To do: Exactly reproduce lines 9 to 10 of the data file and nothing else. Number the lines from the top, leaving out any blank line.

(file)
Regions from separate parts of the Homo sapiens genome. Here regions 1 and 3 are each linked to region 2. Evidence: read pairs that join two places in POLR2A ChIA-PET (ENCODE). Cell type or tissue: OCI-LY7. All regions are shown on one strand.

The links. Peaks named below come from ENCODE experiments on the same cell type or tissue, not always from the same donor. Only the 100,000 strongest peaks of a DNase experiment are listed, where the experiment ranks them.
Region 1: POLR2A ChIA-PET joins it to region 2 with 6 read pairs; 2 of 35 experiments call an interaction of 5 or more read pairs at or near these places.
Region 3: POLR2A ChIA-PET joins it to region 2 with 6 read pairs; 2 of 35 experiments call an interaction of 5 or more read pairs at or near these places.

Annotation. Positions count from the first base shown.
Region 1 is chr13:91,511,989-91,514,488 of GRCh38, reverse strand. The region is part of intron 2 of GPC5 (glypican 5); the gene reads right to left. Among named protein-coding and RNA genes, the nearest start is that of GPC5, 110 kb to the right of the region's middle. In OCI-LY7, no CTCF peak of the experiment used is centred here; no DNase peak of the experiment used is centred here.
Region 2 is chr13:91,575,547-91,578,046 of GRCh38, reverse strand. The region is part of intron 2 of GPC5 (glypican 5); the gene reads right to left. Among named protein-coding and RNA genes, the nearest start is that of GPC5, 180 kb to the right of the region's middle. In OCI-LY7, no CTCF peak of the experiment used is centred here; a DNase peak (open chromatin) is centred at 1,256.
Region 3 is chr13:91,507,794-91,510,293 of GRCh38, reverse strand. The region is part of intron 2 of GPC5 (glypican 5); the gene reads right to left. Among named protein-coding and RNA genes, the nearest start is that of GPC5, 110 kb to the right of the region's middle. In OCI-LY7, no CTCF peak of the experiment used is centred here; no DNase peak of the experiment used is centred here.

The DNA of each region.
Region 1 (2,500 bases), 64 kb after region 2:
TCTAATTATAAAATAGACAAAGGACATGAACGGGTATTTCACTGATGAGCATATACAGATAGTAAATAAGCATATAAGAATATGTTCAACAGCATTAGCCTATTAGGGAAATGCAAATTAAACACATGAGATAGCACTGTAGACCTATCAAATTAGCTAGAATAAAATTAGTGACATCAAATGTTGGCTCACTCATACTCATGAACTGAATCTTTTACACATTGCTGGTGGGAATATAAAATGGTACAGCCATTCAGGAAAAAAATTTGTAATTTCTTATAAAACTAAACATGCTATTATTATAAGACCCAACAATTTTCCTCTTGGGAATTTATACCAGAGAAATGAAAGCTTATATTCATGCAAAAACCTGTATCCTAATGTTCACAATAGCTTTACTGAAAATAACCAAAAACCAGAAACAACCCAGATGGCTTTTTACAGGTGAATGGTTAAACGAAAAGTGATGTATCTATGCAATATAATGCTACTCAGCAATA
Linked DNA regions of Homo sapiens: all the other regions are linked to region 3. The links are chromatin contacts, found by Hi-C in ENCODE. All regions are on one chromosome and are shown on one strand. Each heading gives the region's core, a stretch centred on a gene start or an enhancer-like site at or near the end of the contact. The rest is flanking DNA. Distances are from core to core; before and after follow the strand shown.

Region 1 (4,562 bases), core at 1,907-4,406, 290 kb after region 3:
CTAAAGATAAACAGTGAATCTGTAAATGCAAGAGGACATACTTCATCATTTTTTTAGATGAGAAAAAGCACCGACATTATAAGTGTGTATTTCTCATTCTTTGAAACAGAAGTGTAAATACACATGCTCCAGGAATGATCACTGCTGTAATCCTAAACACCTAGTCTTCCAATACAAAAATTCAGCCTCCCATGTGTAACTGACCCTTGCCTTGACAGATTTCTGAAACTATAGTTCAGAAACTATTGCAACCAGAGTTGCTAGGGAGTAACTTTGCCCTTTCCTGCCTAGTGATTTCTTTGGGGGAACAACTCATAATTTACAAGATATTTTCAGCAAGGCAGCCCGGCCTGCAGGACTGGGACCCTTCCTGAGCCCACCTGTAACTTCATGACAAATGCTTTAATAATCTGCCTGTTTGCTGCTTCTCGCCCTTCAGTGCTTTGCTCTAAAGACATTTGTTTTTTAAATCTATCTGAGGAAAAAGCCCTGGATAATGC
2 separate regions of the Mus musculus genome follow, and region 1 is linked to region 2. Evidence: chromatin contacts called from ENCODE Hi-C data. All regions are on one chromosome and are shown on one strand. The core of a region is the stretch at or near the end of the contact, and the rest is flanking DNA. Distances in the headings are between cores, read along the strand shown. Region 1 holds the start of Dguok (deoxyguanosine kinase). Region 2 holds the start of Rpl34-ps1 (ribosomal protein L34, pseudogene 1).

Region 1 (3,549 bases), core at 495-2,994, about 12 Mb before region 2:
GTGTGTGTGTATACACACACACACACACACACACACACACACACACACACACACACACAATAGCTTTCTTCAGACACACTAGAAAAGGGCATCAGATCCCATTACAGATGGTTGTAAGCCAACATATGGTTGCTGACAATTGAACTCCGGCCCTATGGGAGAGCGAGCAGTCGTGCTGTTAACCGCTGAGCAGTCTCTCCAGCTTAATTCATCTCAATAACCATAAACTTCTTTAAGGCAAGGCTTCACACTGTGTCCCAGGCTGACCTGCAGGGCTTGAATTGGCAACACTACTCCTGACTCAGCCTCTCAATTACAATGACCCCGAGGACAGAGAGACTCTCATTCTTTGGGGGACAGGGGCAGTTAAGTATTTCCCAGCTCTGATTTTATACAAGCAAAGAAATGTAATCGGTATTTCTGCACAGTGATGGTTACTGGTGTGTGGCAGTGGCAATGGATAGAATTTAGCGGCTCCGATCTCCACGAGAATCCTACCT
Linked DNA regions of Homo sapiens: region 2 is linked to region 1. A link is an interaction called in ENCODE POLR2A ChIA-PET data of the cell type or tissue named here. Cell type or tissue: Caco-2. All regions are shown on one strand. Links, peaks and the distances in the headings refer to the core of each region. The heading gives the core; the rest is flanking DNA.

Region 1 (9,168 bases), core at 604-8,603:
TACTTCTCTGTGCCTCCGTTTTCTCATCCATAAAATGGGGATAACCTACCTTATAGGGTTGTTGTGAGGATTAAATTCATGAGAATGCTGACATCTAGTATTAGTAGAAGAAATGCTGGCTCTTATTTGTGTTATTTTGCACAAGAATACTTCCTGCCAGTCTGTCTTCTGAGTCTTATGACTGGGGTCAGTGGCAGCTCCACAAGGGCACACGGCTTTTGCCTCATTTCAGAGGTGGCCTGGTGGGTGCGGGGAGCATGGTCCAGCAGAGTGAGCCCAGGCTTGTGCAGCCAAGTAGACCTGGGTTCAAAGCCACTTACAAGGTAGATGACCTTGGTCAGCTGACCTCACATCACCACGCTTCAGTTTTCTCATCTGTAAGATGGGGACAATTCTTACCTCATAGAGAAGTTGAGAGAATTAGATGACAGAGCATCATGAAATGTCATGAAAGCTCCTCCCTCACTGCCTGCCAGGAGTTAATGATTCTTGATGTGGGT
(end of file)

The DNA of each region.
Region 1 (2,500 bases), 64 kb after region 2: